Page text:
(#700)(84/100)


Other Notes

The dates of distillation and bottling are unknown, but I’d suggest late 1990s early 2000s.

Jan 082020
 

No matter how many Guyanese wooden-still rums get bottled sporting the famed letters PM, VSG or EHP, none of them save perhaps the very oldest have anything near the mythical cachet of rums bearing the name “Skeldon”. Even when I penned my original review of Velier’s Skeldon 1973 back in 2014 (when the company and Luca Gargano were hardly household names), it was clear that it had already become a cult rum. Nowadays the 1973 or 1978 rums sell for thousands of dollars apiece any time they come up for auction and that price and their incredible rarity makes them holy grails for many.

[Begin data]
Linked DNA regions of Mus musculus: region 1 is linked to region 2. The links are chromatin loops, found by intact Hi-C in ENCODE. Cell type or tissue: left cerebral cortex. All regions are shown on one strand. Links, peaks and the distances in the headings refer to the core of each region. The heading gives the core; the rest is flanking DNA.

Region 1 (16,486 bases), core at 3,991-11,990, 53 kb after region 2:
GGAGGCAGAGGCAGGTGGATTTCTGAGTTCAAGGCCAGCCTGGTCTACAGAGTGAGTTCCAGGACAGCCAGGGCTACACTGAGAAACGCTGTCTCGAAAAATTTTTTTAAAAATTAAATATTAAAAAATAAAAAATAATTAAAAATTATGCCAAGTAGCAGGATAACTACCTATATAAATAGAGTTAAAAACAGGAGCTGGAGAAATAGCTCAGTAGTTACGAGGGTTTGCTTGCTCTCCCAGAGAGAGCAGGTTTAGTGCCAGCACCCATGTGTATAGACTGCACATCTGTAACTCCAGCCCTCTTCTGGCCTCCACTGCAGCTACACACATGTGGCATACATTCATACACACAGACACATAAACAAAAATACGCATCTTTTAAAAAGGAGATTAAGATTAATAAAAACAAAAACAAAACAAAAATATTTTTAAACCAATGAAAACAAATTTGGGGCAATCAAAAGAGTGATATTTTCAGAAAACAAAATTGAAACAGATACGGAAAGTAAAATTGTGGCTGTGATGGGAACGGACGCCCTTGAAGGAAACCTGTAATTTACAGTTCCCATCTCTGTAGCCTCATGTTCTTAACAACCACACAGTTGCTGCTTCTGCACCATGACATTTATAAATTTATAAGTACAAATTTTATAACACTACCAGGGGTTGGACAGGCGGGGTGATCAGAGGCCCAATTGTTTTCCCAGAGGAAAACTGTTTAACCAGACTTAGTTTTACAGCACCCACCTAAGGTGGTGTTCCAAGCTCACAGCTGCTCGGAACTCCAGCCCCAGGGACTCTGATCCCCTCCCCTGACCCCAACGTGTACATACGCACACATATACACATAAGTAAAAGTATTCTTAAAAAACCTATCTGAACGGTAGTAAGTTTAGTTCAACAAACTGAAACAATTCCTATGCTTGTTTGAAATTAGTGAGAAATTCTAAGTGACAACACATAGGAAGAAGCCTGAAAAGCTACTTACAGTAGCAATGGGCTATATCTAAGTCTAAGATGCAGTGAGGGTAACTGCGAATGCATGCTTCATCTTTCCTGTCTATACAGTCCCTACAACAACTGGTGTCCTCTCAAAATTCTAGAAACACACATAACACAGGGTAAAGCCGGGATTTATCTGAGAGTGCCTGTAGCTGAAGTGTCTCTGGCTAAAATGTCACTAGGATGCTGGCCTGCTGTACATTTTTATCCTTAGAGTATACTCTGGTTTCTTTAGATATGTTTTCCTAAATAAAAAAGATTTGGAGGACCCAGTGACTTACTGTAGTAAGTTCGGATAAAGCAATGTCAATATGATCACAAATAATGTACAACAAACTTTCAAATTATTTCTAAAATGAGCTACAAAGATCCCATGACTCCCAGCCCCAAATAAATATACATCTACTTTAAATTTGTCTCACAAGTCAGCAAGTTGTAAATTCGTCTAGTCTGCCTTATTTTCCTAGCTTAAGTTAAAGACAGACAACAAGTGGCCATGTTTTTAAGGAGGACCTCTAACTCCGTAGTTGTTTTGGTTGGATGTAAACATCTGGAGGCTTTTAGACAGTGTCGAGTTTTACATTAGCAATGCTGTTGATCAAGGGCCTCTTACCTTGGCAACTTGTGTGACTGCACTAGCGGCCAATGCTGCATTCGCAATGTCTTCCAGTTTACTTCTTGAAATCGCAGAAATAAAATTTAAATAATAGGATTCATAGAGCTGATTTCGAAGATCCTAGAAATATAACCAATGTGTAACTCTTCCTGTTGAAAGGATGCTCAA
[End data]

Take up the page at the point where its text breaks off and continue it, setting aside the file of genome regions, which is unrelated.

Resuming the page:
But for those who came to Velier’s rums late, or lack the deep pockets necessary to get one, there is an alternative, and that’s the very well assembled Skeldon 2000 that arrived on store shelves in late 2018 as part of the 3rd Release of DDL’s Rare Collection. This collection supplanted and replaced the Velier rums (though both parties always insisted they were DDL rums from the get-go) when it was seen that they were no mere niche products, but full blown money-spinners in their own right that aimed at the very top end of the rum market. The dependable old faithfuls of Enmore, Port Mourant and Versailles were produced in 2016 and 2017, and in 2018 the fans finally got what they were lusting foran Albion 14 YO from 2004 and this one.